Shirov outplays Topalov in the double-rook endgame. Aronian benefits from an Ivanchuk double-blunder to scoop a point from nothing. Leko’s solid play is sufficient to split the points with Carlsen. Radjabov’s activity in the Schliemann Ruy is enough to secure a draw against Anand.
Shirov – Topalov
Topalov gains a slight edge out of a Sveshnikov Sicilian. Shirov starts to take a hold of the queenside with his piece activity, forcing Topalov to reduce into a semi-endgame with a bad bishop, but Topalov manages to get into a double rook endgame. But its Shirov’s rooks that take over the board, and its the entry of his king deep into the Black position that coverts the position into a whole point for Shirov.
Ivanchuk – Aronian
Ivanchuk side-steps Aronian’s Marshall with 8.d4, and the game dissolves into a double bishop middlegame. Ivanchuk nurtures a small advantage and builds on it by circling around Black’s isolated d-pawn. Aronian blunders under the pressure, but Ivanchuk misses the win of a piece, but still has a large advantage plus two extra pawns. And then Ivanchuk trips up, dropping a piece and misses forcing a perpetual check. Aronian gains a fortuitous point.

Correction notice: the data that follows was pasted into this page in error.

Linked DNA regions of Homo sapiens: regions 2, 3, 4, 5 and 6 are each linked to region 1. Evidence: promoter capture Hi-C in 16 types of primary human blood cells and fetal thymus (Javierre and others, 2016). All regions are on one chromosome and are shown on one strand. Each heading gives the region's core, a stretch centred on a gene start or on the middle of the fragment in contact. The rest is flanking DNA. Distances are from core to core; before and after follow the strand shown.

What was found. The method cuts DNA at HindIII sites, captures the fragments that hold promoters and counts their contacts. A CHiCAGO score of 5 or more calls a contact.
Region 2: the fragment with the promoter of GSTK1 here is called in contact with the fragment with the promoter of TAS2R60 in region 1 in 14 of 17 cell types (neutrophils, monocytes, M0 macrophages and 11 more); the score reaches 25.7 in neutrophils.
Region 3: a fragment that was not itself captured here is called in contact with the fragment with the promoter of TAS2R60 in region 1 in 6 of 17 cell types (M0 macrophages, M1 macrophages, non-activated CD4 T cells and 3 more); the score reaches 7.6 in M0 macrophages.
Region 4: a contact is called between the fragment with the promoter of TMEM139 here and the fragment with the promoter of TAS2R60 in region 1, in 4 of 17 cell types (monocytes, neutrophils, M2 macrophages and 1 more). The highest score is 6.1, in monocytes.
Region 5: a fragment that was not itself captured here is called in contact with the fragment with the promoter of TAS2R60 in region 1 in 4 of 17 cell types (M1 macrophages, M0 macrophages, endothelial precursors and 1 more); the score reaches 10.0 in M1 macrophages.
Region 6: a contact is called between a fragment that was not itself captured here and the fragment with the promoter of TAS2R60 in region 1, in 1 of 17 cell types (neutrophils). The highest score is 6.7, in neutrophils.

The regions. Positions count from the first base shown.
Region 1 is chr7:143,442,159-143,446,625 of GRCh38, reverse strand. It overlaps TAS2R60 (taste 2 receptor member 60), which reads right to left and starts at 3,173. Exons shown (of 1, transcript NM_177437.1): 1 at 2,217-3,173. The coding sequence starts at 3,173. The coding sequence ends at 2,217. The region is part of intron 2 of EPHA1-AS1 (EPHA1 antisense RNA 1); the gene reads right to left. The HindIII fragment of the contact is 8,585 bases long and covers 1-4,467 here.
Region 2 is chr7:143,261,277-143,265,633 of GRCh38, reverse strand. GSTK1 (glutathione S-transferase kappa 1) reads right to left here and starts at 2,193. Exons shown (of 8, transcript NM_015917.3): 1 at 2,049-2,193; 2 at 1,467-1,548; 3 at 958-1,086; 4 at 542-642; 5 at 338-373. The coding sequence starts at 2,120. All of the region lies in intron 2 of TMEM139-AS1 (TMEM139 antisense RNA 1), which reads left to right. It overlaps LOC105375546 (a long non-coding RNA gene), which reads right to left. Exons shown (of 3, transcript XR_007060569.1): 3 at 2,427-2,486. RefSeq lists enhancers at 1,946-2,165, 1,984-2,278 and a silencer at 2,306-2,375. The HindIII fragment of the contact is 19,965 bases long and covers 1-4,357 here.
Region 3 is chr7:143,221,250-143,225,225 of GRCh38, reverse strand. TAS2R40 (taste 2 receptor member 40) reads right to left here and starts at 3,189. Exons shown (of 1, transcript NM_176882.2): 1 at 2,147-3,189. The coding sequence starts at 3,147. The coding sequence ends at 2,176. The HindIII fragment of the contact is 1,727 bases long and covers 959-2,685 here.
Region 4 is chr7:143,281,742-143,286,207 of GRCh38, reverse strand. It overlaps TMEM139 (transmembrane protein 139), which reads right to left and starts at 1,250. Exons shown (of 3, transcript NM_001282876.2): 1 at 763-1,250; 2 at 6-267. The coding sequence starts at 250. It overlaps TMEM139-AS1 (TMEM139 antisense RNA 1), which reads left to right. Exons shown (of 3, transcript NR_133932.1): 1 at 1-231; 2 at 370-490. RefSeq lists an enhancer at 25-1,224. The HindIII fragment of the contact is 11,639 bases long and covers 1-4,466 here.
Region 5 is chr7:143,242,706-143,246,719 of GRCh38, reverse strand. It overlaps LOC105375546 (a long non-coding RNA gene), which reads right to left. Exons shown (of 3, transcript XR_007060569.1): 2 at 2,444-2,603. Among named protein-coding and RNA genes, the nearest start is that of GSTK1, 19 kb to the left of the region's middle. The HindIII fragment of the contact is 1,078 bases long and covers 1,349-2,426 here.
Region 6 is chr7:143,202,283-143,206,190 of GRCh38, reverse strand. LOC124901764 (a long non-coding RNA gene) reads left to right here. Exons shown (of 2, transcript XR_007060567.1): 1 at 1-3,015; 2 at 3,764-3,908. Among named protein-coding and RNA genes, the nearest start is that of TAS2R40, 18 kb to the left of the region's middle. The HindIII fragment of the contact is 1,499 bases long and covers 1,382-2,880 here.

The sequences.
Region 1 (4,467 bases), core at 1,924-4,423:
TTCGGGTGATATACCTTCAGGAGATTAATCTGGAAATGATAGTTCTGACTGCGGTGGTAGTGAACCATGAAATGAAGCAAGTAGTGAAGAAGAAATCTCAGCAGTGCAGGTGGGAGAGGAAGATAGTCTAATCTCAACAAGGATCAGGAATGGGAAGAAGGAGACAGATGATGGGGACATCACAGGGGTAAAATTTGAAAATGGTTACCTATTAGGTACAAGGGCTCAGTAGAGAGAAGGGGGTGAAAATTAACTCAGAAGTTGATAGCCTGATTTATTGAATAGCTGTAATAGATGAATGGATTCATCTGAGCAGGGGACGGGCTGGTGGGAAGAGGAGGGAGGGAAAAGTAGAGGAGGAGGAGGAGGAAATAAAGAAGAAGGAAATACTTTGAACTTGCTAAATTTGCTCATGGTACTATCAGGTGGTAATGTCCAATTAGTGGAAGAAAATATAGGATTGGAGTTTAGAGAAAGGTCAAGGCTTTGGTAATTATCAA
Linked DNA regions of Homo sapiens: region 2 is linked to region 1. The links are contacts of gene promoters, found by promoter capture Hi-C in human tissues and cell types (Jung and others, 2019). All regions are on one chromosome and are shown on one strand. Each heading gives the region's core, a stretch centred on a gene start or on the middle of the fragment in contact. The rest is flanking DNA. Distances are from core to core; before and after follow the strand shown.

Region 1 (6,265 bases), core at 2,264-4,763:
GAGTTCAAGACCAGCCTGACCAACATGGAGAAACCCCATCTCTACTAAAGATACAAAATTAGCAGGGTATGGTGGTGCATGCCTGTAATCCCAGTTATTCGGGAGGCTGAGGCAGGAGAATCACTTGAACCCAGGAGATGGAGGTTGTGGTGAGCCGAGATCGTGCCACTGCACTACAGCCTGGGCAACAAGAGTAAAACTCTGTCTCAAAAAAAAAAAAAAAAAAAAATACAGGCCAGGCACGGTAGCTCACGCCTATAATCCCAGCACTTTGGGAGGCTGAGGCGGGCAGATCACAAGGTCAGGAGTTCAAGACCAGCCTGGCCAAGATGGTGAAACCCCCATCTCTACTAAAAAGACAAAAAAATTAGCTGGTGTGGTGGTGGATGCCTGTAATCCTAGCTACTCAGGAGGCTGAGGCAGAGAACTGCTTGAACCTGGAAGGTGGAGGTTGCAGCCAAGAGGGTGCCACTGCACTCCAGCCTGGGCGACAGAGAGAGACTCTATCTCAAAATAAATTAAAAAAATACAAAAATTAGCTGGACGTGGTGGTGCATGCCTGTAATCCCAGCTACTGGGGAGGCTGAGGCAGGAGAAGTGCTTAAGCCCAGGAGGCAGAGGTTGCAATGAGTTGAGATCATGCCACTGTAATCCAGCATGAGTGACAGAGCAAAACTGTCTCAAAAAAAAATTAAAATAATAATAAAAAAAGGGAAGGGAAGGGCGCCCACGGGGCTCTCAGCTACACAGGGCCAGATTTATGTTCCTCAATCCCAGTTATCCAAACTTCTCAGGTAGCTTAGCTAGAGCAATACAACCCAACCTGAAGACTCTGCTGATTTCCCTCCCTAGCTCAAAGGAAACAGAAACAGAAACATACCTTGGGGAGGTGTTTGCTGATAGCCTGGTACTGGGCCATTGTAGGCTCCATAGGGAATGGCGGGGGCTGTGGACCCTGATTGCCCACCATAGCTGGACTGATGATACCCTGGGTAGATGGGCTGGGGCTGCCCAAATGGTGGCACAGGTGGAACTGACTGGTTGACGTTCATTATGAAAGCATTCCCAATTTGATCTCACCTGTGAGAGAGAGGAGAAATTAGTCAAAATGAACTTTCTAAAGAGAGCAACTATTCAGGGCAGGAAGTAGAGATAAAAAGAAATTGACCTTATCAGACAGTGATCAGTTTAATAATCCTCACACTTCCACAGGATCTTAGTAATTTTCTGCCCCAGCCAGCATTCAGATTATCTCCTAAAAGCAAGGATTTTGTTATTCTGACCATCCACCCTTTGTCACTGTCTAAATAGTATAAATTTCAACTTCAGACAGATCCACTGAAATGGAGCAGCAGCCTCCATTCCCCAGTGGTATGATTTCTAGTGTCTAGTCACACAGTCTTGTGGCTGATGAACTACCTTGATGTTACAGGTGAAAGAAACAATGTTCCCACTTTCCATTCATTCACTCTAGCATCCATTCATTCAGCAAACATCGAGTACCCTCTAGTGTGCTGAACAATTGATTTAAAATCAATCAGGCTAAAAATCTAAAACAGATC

Carlsen – Leko
Carlsen’s side-line in the Classical Nimzo-Indian gives the opening edge to Leko, but his subsequent careful play lets the opportunity to cement his advantage dissipate. Although Carlsen has a slight edge, Leko’s solid play prevents it from becoming a danger, and the points are shared.
Anand – Radjabov
Radjabov gains a pair of raging bishops plus some kingside pressure from Schliemann’s Gambit of the Ruy Lopez. Anand counters by a queenside pawn expansion, attempting to contain the bishops. Radjabov gets all his pieces developed and regains his sacrificed pawn. His centralised pieces is sufficient to convince Anand to split the points.